(1910)* -  Postcard view of a 1910 Rose Parade float. It is a horse-driven carriage, decorated in green leaves and red geraniums, containing several members and officers of the Los Angeles Chamber of Commerce all wearing top hats.  


Historical Notes

This particular float was the winner of a First Prize. The verso of the card reads, "This is one of the wagons in New Year parade - the tournament was postponed till this Saturday on account of rain." *

There are two maxims about the Rose Parade that everyone in Pasadena knows: There’s never a parade on a Sunday, and it doesn’t rain on the parade. The first has always been true since the first time Jan. 1 fell on a Sunday in 1893 and the parade was moved to Jan. 2. The second—well, 10 rainy days in 125 years isn’t a bad batting average. +#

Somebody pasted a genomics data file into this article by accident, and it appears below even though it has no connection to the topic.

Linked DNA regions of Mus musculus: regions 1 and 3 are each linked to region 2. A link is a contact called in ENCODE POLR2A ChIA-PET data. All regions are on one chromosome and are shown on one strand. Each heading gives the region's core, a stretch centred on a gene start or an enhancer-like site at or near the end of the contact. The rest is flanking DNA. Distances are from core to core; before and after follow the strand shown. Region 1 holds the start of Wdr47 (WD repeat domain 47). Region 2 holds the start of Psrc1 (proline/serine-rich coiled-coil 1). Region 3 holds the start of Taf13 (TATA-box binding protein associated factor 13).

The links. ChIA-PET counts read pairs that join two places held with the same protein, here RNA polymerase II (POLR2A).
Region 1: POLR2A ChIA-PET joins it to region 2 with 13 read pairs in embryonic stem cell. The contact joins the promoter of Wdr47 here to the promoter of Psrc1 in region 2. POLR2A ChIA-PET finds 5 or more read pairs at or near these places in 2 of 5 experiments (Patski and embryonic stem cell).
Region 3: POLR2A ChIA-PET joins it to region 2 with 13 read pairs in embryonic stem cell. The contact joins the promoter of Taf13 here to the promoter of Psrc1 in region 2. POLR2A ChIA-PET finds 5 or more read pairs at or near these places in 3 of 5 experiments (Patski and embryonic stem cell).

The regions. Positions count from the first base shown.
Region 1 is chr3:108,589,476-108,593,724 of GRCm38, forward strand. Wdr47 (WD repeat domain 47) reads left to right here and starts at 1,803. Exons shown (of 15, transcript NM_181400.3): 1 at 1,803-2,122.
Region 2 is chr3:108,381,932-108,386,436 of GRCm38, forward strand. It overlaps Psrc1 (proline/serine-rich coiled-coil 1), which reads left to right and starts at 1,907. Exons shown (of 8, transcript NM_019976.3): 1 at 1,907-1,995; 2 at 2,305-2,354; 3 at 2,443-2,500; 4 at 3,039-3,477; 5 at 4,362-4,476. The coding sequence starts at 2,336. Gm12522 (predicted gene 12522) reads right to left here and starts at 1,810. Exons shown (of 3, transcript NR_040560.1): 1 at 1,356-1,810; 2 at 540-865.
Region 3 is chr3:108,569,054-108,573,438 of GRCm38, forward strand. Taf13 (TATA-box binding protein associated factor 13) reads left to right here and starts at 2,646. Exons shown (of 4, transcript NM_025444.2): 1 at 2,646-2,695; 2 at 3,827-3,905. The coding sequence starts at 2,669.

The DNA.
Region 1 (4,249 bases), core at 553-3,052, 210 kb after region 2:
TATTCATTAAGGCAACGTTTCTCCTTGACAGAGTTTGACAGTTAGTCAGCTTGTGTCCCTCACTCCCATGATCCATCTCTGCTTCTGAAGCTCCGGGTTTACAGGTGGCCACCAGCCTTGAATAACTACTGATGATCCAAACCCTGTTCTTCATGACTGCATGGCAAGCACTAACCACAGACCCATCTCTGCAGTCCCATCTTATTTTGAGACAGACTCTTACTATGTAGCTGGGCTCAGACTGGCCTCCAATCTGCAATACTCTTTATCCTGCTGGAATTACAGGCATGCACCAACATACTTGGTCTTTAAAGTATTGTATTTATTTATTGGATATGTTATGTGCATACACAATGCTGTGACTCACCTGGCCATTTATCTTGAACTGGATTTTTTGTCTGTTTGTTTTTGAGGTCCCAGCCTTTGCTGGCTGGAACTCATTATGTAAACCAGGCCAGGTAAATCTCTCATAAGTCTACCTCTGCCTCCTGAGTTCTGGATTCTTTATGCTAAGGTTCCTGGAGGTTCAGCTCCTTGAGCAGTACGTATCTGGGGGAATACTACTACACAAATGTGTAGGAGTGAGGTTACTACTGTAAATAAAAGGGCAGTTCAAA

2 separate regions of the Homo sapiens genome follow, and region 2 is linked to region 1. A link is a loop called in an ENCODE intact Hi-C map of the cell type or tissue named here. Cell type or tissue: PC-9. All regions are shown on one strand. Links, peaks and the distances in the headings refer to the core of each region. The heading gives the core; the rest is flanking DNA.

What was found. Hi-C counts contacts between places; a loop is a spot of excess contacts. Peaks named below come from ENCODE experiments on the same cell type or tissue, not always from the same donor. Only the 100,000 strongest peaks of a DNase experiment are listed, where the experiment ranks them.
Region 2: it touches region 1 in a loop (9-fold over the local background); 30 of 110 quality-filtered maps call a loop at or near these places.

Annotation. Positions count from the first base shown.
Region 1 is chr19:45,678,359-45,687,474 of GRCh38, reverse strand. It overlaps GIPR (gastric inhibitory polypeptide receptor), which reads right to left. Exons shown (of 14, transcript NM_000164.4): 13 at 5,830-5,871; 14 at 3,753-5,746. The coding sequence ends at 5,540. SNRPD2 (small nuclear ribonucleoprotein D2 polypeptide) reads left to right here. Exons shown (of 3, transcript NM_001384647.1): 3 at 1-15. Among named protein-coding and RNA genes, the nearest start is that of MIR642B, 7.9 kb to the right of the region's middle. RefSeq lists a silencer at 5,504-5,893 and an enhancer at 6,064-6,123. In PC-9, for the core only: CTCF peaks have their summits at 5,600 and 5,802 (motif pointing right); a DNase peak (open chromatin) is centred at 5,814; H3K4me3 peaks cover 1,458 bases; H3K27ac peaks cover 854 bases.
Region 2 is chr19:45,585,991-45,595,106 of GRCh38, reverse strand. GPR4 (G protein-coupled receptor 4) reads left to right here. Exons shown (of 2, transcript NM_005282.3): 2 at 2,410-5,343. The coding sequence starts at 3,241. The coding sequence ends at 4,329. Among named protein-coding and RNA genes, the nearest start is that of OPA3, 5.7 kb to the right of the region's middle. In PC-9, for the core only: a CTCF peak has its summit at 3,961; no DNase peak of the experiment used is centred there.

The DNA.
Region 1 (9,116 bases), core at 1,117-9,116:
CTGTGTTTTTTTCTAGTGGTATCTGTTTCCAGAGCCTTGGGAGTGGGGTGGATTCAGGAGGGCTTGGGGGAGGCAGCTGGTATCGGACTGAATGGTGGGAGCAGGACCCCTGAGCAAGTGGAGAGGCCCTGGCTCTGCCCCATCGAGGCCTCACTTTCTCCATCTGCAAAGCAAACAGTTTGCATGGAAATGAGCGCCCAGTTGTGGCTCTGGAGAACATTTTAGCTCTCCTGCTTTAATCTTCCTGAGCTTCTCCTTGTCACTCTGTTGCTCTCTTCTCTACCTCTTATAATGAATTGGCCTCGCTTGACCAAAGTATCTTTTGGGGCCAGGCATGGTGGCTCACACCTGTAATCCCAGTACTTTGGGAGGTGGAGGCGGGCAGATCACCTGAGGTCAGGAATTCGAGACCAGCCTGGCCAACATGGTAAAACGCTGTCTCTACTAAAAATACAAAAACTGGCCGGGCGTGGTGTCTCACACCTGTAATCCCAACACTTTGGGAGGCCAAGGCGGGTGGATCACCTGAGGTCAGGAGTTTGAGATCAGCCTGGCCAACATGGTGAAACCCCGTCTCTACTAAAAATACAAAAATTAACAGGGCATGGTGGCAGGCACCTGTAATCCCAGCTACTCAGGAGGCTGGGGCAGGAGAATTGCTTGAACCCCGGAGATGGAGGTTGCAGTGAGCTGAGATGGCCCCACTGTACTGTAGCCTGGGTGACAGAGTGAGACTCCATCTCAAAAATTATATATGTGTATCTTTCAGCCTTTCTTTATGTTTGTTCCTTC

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(ca. 1898)^ - Panoramic view of Pasadena looking northeast toward the Sierra Madre mountain range in winter. Mount Wilson is behind clouds across the background. Trees are dispersed among the buildings of the city at center.  


Historical Notes

The San Gabriel Mountains borrow their name from the nearby Spanish mission, but for decades they also bore a more poetic name: the Sierra Madre (Mother Mountains). Both names were handed down by the early Spanish missionaries and existed side-by-side until 1927, when the U.S. Board on Geographic Names acted on a petition from a Pomona College geographer and decided in favor of "San Gabriel Mountains." "Sierra Madre" has since passed out of common usage, although it still survives in numerous place names, from the City of Sierra Madre to the Gold Line's Sierra Madre Villa station, named after a tuberculosis sanitarium at the base of the mountains.






California Cycleway (aka Pasadena Cycleway)